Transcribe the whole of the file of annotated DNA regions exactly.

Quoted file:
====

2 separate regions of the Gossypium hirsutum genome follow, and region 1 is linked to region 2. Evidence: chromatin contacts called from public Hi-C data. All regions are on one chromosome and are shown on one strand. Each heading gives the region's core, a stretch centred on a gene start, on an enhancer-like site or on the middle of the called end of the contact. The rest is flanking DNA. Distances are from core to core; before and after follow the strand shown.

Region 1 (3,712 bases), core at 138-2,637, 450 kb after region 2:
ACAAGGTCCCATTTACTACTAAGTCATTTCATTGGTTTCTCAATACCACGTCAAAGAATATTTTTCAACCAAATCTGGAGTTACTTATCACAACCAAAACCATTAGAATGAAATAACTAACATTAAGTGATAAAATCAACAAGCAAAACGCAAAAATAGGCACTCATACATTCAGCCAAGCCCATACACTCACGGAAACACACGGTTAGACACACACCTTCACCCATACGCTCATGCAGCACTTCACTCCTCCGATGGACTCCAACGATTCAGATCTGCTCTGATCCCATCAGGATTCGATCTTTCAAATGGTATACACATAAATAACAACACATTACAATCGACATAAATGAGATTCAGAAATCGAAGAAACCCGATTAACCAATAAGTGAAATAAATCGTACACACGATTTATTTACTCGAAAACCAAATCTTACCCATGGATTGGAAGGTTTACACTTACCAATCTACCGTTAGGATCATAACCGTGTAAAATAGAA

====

2 separate regions of the Gossypium hirsutum genome follow, and region 1 is linked to region 2. Evidence: chromatin contacts called from public Hi-C data. All regions are on one chromosome and are shown on one strand. Each heading gives the region's core, a stretch centred on a gene start, on an enhancer-like site or on the middle of the called end of the contact. The rest is flanking DNA. Distances are from core to core; before and after follow the strand shown.

Region 1 (3,712 bases), core at 138-2,637, 450 kb after region 2:
ACAAGGTCCCATTTACTACTAAGTCATTTCATTGGTTTCTCAATACCACGTCAAAGAATATTTTTCAACCAAATCTGGAGTTACTTATCACAACCAAAACCATTAGAATGAAATAACTAACATTAAGTGATAAAATCAACAAGCAAAACGCAAAAATAGGCACTCATACATTCAGCCAAGCCCATACACTCACGGAAACACACGGTTAGACACACACCTTCACCCATACGCTCATGCAGCACTTCACTCCTCCGATGGACTCCAACGATTCAGATCTGCTCTGATCCCATCAGGATTCGATCTTTCAAATGGTATACACATAAATAACAACACATTACAATCGACATAAATGAGATTCAGAAATCGAAGAAACCCGATTAACCAATAAGTGAAATAAATCGTACACACGATTTATTTACTCGAAAACCAAATCTTACCCATGGATTGGAAGGTTTACACTTACCAATCTACCGTTAGGATCATAACCGTGTAAAATAGAA